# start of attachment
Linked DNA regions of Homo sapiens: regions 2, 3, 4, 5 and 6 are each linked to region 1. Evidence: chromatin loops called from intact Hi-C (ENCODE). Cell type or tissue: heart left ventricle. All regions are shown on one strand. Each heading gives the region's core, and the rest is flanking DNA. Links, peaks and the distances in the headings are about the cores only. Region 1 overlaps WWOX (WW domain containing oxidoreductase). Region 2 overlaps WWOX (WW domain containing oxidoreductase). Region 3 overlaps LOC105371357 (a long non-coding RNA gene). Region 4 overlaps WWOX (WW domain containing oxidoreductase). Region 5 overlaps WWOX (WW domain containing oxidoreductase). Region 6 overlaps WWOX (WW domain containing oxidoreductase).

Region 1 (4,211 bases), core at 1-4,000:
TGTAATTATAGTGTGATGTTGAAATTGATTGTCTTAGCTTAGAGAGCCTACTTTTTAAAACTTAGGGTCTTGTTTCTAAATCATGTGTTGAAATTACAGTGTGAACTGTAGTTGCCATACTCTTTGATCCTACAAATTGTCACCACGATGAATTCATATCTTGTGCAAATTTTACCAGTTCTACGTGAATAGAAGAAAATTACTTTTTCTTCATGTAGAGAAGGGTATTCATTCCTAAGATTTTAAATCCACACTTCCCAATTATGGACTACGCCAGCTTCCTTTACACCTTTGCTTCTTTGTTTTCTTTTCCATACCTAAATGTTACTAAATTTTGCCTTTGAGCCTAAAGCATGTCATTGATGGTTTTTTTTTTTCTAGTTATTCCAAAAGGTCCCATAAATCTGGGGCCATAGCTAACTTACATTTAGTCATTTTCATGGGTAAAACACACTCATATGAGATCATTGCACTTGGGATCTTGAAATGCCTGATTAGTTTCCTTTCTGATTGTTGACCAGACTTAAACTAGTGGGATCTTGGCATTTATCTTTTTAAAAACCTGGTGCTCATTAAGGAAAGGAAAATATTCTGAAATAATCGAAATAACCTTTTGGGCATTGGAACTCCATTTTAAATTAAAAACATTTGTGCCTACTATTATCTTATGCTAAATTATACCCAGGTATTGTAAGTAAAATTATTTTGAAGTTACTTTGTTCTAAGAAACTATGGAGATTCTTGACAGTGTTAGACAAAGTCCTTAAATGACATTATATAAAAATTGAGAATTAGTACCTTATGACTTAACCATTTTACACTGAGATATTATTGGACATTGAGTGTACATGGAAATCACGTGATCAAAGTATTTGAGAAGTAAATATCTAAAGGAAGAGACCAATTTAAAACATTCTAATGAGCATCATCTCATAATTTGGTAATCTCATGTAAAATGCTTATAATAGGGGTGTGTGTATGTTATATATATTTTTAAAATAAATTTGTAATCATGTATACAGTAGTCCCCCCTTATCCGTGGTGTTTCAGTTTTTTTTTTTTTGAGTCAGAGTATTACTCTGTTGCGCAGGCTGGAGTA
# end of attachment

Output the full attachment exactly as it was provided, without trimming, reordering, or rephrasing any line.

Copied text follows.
Linked DNA regions of Homo sapiens: regions 2, 3, 4, 5 and 6 are each linked to region 1. Evidence: chromatin loops called from intact Hi-C (ENCODE). Cell type or tissue: heart left ventricle. All regions are shown on one strand. Each heading gives the region's core, and the rest is flanking DNA. Links, peaks and the distances in the headings are about the cores only. Region 1 overlaps WWOX (WW domain containing oxidoreductase). Region 2 overlaps WWOX (WW domain containing oxidoreductase). Region 3 overlaps LOC105371357 (a long non-coding RNA gene). Region 4 overlaps WWOX (WW domain containing oxidoreductase). Region 5 overlaps WWOX (WW domain containing oxidoreductase). Region 6 overlaps WWOX (WW domain containing oxidoreductase).

Region 1 (4,211 bases), core at 1-4,000:
TGTAATTATAGTGTGATGTTGAAATTGATTGTCTTAGCTTAGAGAGCCTACTTTTTAAAACTTAGGGTCTTGTTTCTAAATCATGTGTTGAAATTACAGTGTGAACTGTAGTTGCCATACTCTTTGATCCTACAAATTGTCACCACGATGAATTCATATCTTGTGCAAATTTTACCAGTTCTACGTGAATAGAAGAAAATTACTTTTTCTTCATGTAGAGAAGGGTATTCATTCCTAAGATTTTAAATCCACACTTCCCAATTATGGACTACGCCAGCTTCCTTTACACCTTTGCTTCTTTGTTTTCTTTTCCATACCTAAATGTTACTAAATTTTGCCTTTGAGCCTAAAGCATGTCATTGATGGTTTTTTTTTTTCTAGTTATTCCAAAAGGTCCCATAAATCTGGGGCCATAGCTAACTTACATTTAGTCATTTTCATGGGTAAAACACACTCATATGAGATCATTGCACTTGGGATCTTGAAATGCCTGATTAGTTTCCTTTCTGATTGTTGACCAGACTTAAACTAGTGGGATCTTGGCATTTATCTTTTTAAAAACCTGGTGCTCATTAAGGAAAGGAAAATATTCTGAAATAATCGAAATAACCTTTTGGGCATTGGAACTCCATTTTAAATTAAAAACATTTGTGCCTACTATTATCTTATGCTAAATTATACCCAGGTATTGTAAGTAAAATTATTTTGAAGTTACTTTGTTCTAAGAAACTATGGAGATTCTTGACAGTGTTAGACAAAGTCCTTAAATGACATTATATAAAAATTGAGAATTAGTACCTTATGACTTAACCATTTTACACTGAGATATTATTGGACATTGAGTGTACATGGAAATCACGTGATCAAAGTATTTGAGAAGTAAATATCTAAAGGAAGAGACCAATTTAAAACATTCTAATGAGCATCATCTCATAATTTGGTAATCTCATGTAAAATGCTTATAATAGGGGTGTGTGTATGTTATATATATTTTTAAAATAAATTTGTAATCATGTATACAGTAGTCCCCCCTTATCCGTGGTGTTTCAGTTTTTTTTTTTTTGAGTCAGAGTATTACTCTGTTGCGCAGGCTGGAGTA